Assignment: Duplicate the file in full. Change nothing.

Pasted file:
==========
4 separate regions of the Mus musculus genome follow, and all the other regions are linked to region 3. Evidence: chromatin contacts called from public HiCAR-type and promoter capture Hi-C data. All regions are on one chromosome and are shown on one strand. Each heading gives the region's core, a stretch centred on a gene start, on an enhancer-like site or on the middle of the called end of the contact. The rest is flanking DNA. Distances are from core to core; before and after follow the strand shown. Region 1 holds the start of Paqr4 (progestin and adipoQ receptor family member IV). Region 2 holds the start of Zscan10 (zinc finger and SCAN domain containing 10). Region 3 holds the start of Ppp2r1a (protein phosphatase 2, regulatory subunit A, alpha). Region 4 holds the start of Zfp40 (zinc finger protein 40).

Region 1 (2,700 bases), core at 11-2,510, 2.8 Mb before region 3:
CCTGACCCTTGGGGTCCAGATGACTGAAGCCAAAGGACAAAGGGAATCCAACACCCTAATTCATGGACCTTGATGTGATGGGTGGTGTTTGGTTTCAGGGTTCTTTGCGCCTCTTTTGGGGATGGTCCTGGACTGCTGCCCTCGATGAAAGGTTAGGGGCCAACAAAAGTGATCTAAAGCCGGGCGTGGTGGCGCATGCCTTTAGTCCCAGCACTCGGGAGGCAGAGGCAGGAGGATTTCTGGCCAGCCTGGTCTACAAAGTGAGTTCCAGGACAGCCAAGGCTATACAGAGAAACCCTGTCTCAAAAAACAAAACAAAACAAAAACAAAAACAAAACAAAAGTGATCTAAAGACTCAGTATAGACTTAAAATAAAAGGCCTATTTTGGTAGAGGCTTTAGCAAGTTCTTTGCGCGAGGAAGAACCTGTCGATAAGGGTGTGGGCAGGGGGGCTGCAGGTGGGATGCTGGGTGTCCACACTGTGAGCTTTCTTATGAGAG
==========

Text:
4 separate regions of the Mus musculus genome follow, and all the other regions are linked to region 3. Evidence: chromatin contacts called from public HiCAR-type and promoter capture Hi-C data. All regions are on one chromosome and are shown on one strand. Each heading gives the region's core, a stretch centred on a gene start, on an enhancer-like site or on the middle of the called end of the contact. The rest is flanking DNA. Distances are from core to core; before and after follow the strand shown. Region 1 holds the start of Paqr4 (progestin and adipoQ receptor family member IV). Region 2 holds the start of Zscan10 (zinc finger and SCAN domain containing 10). Region 3 holds the start of Ppp2r1a (protein phosphatase 2, regulatory subunit A, alpha). Region 4 holds the start of Zfp40 (zinc finger protein 40).

Region 1 (2,700 bases), core at 11-2,510, 2.8 Mb before region 3:
CCTGACCCTTGGGGTCCAGATGACTGAAGCCAAAGGACAAAGGGAATCCAACACCCTAATTCATGGACCTTGATGTGATGGGTGGTGTTTGGTTTCAGGGTTCTTTGCGCCTCTTTTGGGGATGGTCCTGGACTGCTGCCCTCGATGAAAGGTTAGGGGCCAACAAAAGTGATCTAAAGCCGGGCGTGGTGGCGCATGCCTTTAGTCCCAGCACTCGGGAGGCAGAGGCAGGAGGATTTCTGGCCAGCCTGGTCTACAAAGTGAGTTCCAGGACAGCCAAGGCTATACAGAGAAACCCTGTCTCAAAAAACAAAACAAAACAAAAACAAAAACAAAACAAAAGTGATCTAAAGACTCAGTATAGACTTAAAATAAAAGGCCTATTTTGGTAGAGGCTTTAGCAAGTTCTTTGCGCGAGGAAGAACCTGTCGATAAGGGTGTGGGCAGGGGGGCTGCAGGTGGGATGCTGGGTGTCCACACTGTGAGCTTTCTTATGAGAG